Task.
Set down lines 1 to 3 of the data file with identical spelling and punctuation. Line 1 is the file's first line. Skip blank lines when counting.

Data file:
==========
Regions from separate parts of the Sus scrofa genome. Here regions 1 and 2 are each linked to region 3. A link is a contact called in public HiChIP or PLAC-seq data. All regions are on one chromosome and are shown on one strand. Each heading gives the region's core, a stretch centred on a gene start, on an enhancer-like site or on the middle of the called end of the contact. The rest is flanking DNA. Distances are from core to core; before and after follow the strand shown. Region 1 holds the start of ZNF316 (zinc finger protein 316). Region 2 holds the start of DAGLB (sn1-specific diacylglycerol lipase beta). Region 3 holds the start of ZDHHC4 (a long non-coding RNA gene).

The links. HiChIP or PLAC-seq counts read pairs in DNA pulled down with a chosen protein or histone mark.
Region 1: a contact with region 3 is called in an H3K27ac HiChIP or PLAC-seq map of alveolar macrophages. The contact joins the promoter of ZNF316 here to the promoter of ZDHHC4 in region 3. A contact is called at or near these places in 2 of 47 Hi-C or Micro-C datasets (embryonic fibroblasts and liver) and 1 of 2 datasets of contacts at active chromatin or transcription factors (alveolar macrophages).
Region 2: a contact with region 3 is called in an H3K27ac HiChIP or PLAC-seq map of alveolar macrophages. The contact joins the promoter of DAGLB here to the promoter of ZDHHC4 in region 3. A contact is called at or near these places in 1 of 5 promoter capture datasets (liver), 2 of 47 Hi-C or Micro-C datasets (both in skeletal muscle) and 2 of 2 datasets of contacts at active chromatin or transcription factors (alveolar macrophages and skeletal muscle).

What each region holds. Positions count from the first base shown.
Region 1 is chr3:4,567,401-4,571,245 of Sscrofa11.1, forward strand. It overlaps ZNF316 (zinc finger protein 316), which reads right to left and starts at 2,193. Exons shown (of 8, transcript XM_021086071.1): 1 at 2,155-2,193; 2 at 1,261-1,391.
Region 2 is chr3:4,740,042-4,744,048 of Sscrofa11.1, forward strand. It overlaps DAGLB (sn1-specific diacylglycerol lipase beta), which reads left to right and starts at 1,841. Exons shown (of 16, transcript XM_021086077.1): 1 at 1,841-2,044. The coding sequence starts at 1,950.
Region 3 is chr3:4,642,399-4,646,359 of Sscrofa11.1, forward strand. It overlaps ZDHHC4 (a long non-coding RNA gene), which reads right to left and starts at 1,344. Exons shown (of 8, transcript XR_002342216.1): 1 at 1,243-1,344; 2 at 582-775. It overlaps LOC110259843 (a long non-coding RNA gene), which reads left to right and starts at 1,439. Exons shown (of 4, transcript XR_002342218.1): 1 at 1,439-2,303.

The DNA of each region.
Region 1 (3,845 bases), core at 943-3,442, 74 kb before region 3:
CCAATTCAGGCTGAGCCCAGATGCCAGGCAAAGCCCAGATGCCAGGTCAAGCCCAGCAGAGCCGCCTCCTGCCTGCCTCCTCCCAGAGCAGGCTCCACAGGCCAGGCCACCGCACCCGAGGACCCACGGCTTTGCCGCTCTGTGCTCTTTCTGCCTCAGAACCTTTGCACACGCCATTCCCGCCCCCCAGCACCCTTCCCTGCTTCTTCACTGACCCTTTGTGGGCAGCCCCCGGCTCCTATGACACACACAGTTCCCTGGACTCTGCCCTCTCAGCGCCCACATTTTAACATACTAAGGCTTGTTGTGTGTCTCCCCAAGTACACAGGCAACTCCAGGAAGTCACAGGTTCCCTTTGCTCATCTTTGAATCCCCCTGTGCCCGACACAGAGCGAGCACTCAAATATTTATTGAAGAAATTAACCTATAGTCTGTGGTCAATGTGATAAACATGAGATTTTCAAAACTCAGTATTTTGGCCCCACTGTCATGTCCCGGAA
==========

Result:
Regions from separate parts of the Sus scrofa genome. Here regions 1 and 2 are each linked to region 3. A link is a contact called in public HiChIP or PLAC-seq data. All regions are on one chromosome and are shown on one strand. Each heading gives the region's core, a stretch centred on a gene start, on an enhancer-like site or on the middle of the called end of the contact. The rest is flanking DNA. Distances are from core to core; before and after follow the strand shown. Region 1 holds the start of ZNF316 (zinc finger protein 316). Region 2 holds the start of DAGLB (sn1-specific diacylglycerol lipase beta). Region 3 holds the start of ZDHHC4 (a long non-coding RNA gene).

The links. HiChIP or PLAC-seq counts read pairs in DNA pulled down with a chosen protein or histone mark.
Region 1: a contact with region 3 is called in an H3K27ac HiChIP or PLAC-seq map of alveolar macrophages. The contact joins the promoter of ZNF316 here to the promoter of ZDHHC4 in region 3. A contact is called at or near these places in 2 of 47 Hi-C or Micro-C datasets (embryonic fibroblasts and liver) and 1 of 2 datasets of contacts at active chromatin or transcription factors (alveolar macrophages).